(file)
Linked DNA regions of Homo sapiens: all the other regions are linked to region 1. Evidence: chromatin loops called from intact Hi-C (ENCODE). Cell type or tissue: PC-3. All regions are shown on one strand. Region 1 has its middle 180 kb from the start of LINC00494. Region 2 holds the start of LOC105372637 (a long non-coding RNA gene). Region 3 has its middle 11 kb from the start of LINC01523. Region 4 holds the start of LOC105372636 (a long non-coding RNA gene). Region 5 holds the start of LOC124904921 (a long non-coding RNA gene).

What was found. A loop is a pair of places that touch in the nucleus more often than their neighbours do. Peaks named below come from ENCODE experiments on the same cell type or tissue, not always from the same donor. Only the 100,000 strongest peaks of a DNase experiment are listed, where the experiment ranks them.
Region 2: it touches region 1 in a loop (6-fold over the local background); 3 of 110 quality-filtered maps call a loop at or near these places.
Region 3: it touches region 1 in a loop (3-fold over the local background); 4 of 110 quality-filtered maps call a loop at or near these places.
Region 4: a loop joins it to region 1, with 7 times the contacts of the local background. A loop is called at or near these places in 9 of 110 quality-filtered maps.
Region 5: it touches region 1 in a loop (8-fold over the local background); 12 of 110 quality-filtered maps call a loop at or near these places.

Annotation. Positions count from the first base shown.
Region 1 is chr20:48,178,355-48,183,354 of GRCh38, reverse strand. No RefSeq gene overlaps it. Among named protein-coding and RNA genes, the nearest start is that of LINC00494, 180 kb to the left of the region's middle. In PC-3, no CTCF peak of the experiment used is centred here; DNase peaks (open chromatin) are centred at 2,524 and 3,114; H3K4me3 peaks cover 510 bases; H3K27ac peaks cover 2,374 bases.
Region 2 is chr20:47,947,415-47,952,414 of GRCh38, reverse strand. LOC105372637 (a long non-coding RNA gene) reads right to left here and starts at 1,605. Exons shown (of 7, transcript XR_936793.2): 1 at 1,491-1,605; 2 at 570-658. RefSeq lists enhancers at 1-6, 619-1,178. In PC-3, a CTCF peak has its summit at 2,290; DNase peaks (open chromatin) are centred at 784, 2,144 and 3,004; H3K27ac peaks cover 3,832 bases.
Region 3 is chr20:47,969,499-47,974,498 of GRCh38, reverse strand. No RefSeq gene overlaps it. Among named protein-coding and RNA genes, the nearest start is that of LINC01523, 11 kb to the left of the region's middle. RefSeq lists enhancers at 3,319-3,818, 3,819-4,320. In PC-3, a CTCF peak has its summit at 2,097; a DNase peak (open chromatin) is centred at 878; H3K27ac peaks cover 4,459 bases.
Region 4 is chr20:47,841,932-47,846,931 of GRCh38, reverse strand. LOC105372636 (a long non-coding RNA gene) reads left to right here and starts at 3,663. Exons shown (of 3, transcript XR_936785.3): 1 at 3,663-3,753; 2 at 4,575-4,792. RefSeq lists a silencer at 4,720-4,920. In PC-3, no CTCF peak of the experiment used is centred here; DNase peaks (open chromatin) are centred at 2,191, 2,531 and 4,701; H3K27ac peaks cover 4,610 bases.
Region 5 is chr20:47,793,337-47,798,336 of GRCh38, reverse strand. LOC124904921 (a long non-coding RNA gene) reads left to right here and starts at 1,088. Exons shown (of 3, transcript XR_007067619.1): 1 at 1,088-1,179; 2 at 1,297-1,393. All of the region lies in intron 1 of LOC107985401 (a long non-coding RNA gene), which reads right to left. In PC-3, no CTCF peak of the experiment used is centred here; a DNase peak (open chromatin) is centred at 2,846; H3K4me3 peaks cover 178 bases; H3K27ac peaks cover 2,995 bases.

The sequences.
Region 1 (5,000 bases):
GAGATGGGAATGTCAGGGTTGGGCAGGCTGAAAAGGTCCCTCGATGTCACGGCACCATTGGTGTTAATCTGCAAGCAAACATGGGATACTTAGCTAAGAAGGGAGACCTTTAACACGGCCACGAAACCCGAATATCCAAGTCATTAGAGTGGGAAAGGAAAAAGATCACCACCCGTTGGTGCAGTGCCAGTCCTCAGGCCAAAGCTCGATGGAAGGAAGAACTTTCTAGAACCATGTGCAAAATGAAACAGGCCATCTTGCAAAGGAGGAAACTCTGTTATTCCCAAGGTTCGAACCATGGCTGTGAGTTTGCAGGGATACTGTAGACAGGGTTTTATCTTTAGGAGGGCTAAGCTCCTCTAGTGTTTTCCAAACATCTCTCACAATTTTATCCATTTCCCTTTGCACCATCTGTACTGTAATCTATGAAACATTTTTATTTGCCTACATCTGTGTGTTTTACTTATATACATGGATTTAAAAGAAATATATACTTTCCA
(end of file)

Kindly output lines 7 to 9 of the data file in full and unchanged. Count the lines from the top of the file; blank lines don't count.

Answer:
Annotation. Positions count from the first base shown.
Region 1 is chr20:48,178,355-48,183,354 of GRCh38, reverse strand. No RefSeq gene overlaps it. Among named protein-coding and RNA genes, the nearest start is that of LINC00494, 180 kb to the left of the region's middle. In PC-3, no CTCF peak of the experiment used is centred here; DNase peaks (open chromatin) are centred at 2,524 and 3,114; H3K4me3 peaks cover 510 bases; H3K27ac peaks cover 2,374 bases.
Region 2 is chr20:47,947,415-47,952,414 of GRCh38, reverse strand. LOC105372637 (a long non-coding RNA gene) reads right to left here and starts at 1,605. Exons shown (of 7, transcript XR_936793.2): 1 at 1,491-1,605; 2 at 570-658. RefSeq lists enhancers at 1-6, 619-1,178. In PC-3, a CTCF peak has its summit at 2,290; DNase peaks (open chromatin) are centred at 784, 2,144 and 3,004; H3K27ac peaks cover 3,832 bases.